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Aerial view of coastal salt ponds surrounded by red soil


Figure 9 shows a simplified schematic of the water sources to Salt Pond. Geochemical methods can be used as tracers for some of these sources as they rely on naturally occurring chemical components dissolved in the water (dissolving from rocks, originating from the ocean and rain). An obvious tracer for ocean water is salinity, but to differentiate seawater entering the pond via beach berm overtopping due to tides and waves (Process 3 on Figure 9) from seawater intrusion in the subsurface (Process 2 on Figure 9) radon is used. Radon can only be acquired if the water spends time in the subsurface flowing through rocks and sediment. It is produced in the rocks and dissolves in groundwater (both fresh and salty). Geochemical tracers like radon help quantify processes 5 and 2 as any water that percolates through the sediments will acquire a unique signature.

Diagram detailing the 7 stages of Salt Ponds functionality



Radon (isotope 222Rn with a half-life of 3.8 days) was used as a tracer of groundwater inputs into the pond area and to the punas (dug wells) to quantify the subsurface connection these water bodies may have with the surrounding aquifer as well as with the ocean. Such hydrological connections[1] with the ocean, for example, would mean that water from the pond area can drain into the ocean should hydrological gradients allow it. But since the hydrological connection works in both directions, seawater intrusion could fill the pond area with water at high ocean levels (spring and king tides, sea level rise). This technique is able to detect such water flow, for example as groundwater discharge into the punas. To measure groundwater discharge rates into the punas and pond area, a commercially available radon monitor (RAD Aqua, manufactured by Durridge) was used to perform continuous measurements of radon in 15-minute intervals, accompanied by water temperature and salinity measurements.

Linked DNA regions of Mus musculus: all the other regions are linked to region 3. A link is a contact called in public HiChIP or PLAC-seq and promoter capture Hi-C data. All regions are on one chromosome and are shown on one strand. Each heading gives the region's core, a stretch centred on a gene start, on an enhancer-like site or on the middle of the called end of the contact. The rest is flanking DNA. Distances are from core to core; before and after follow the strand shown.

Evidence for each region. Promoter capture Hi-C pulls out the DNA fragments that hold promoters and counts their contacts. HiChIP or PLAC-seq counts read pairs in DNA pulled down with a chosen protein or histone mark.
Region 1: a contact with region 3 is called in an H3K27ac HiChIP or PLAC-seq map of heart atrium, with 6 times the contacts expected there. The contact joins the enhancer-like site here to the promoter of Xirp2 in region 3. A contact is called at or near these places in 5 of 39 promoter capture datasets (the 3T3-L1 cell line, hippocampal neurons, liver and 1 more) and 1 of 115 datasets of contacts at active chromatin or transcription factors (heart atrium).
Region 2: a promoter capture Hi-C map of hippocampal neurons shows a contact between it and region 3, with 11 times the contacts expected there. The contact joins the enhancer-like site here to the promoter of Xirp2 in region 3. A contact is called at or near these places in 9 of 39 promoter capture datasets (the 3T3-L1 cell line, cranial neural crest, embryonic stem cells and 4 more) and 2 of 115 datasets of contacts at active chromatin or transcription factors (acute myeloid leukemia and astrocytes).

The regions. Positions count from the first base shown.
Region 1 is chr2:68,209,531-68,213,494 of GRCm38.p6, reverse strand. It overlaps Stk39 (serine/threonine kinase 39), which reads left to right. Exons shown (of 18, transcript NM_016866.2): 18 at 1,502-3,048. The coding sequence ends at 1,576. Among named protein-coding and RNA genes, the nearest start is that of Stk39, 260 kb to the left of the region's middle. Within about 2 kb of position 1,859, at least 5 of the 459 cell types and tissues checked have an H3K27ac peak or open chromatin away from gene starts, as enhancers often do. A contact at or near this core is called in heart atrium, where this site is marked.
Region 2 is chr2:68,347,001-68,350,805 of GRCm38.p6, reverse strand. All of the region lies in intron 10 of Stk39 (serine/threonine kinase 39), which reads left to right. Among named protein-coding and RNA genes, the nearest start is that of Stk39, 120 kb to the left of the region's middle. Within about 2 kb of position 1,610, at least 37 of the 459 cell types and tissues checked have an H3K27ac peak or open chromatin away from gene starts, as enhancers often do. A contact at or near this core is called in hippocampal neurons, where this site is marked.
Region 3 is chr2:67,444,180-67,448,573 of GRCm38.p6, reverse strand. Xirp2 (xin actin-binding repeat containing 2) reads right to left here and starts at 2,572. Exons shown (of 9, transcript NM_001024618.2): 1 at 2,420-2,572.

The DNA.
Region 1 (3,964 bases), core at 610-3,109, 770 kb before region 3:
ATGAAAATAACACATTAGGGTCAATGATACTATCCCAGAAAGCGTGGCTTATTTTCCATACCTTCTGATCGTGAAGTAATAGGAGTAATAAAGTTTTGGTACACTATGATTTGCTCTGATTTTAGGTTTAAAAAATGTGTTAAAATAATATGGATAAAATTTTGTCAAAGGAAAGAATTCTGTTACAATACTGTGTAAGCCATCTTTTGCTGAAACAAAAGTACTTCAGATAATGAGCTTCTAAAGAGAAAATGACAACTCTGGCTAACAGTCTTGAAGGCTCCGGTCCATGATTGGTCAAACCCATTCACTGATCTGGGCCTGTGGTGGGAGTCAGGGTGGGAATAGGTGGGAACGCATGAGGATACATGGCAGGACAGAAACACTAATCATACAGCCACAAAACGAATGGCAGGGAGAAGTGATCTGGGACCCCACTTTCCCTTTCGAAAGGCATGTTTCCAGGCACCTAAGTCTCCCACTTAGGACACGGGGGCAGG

Time series radon measurements were performed in two puna: Puna 1 on 11/25/19 9:34-16:35 (Lat: 21.8988, Long:-159.6065) and Puna 2 on 11/26/19 9:47-14:17 (Lat: 21.8989, Long: -159.6066). Salinity grab samples were collected in the field, diluted with deionized water and measured using a hand-held refractometer, and temperature was measured in situ every 5 minutes using a CTD Diver (manufactured by Schlumberger).

A spatial survey of radon concentration in the water column was also performed in the flooded area of the pond outside of the salt making area on 11/25/19 10:01-11:56. A RAD-Aqua instrument was mounted on a kayak, which was towed around the pond making a half circle around the salt making area. Salinity grab samples were collected in the field, diluted with deionized water and measured using a hand-held refractometer, and temperature was measured in situ every 5 minutes using a CTD Diver (manufactured by Schlumberger). Another survey was performed along the nearshore (<5 m) coastline to determine groundwater discharge from the pond area into the ocean on 11/26/19 10:09-10:59. The RAD-Aqua with a CTD Diver which recorded salinity and temperature were mounted on a kayak and towed along the shoreline. In addition, a CastAway CTD was used to measure salinity and temperature depth profiles along the survey track (Appendix 3). A Garmin GPS was used to record location and time along the survey tracks.

Groundwater discharge rates required to sustain the measured radon concentrations have been derived from a steady state 222Rn mass balance equation, accounting for sources and sinks of 222Rn: groundwater discharge (Fgw), ingrowth from its parent 226Ra dissolved in the water column (Fprod), diffusion from sediments (Fdiff), radioactive decay (Fdec), and evasion to the atmosphere (Fatm). This can be expressed with the following equation as a balance of 222Rn source and loss terms in the surface water column: